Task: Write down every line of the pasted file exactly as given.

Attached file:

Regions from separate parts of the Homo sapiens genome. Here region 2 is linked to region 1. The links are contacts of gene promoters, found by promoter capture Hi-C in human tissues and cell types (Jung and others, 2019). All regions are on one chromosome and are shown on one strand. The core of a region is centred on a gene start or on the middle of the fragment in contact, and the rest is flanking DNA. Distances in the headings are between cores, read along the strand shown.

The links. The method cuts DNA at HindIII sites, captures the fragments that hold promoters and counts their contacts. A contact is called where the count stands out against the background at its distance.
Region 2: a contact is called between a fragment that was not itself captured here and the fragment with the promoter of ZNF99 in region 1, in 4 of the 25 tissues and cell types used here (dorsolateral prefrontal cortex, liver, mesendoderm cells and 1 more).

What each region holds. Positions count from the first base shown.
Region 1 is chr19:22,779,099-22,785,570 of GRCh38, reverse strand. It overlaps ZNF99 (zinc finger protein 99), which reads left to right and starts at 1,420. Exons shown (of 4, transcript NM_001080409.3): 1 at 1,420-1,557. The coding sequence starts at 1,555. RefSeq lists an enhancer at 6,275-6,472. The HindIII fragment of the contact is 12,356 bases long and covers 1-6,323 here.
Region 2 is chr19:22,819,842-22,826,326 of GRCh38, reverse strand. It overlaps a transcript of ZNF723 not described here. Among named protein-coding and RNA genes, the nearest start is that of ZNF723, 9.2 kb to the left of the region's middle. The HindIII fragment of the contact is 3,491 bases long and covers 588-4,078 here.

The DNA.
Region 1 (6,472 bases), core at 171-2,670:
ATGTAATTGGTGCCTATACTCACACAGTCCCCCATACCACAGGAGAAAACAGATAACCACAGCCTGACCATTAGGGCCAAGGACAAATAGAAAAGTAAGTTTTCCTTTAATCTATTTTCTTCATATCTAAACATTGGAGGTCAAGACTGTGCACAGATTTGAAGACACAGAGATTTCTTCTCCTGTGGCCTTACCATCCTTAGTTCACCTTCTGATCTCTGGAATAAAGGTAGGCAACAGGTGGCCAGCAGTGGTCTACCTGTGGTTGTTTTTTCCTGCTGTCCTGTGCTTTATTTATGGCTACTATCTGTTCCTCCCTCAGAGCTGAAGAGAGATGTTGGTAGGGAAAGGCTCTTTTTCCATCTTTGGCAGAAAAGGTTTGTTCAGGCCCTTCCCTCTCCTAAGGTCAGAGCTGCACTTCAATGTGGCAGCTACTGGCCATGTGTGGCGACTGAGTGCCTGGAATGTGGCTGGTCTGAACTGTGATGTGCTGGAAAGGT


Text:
Regions from separate parts of the Homo sapiens genome. Here region 2 is linked to region 1. The links are contacts of gene promoters, found by promoter capture Hi-C in human tissues and cell types (Jung and others, 2019). All regions are on one chromosome and are shown on one strand. The core of a region is centred on a gene start or on the middle of the fragment in contact, and the rest is flanking DNA. Distances in the headings are between cores, read along the strand shown.

The links. The method cuts DNA at HindIII sites, captures the fragments that hold promoters and counts their contacts. A contact is called where the count stands out against the background at its distance.
Region 2: a contact is called between a fragment that was not itself captured here and the fragment with the promoter of ZNF99 in region 1, in 4 of the 25 tissues and cell types used here (dorsolateral prefrontal cortex, liver, mesendoderm cells and 1 more).

What each region holds. Positions count from the first base shown.
Region 1 is chr19:22,779,099-22,785,570 of GRCh38, reverse strand. It overlaps ZNF99 (zinc finger protein 99), which reads left to right and starts at 1,420. Exons shown (of 4, transcript NM_001080409.3): 1 at 1,420-1,557. The coding sequence starts at 1,555. RefSeq lists an enhancer at 6,275-6,472. The HindIII fragment of the contact is 12,356 bases long and covers 1-6,323 here.
Region 2 is chr19:22,819,842-22,826,326 of GRCh38, reverse strand. It overlaps a transcript of ZNF723 not described here. Among named protein-coding and RNA genes, the nearest start is that of ZNF723, 9.2 kb to the left of the region's middle. The HindIII fragment of the contact is 3,491 bases long and covers 588-4,078 here.

The DNA.
Region 1 (6,472 bases), core at 171-2,670:
ATGTAATTGGTGCCTATACTCACACAGTCCCCCATACCACAGGAGAAAACAGATAACCACAGCCTGACCATTAGGGCCAAGGACAAATAGAAAAGTAAGTTTTCCTTTAATCTATTTTCTTCATATCTAAACATTGGAGGTCAAGACTGTGCACAGATTTGAAGACACAGAGATTTCTTCTCCTGTGGCCTTACCATCCTTAGTTCACCTTCTGATCTCTGGAATAAAGGTAGGCAACAGGTGGCCAGCAGTGGTCTACCTGTGGTTGTTTTTTCCTGCTGTCCTGTGCTTTATTTATGGCTACTATCTGTTCCTCCCTCAGAGCTGAAGAGAGATGTTGGTAGGGAAAGGCTCTTTTTCCATCTTTGGCAGAAAAGGTTTGTTCAGGCCCTTCCCTCTCCTAAGGTCAGAGCTGCACTTCAATGTGGCAGCTACTGGCCATGTGTGGCGACTGAGTGCCTGGAATGTGGCTGGTCTGAACTGTGATGTGCTGGAAAGGT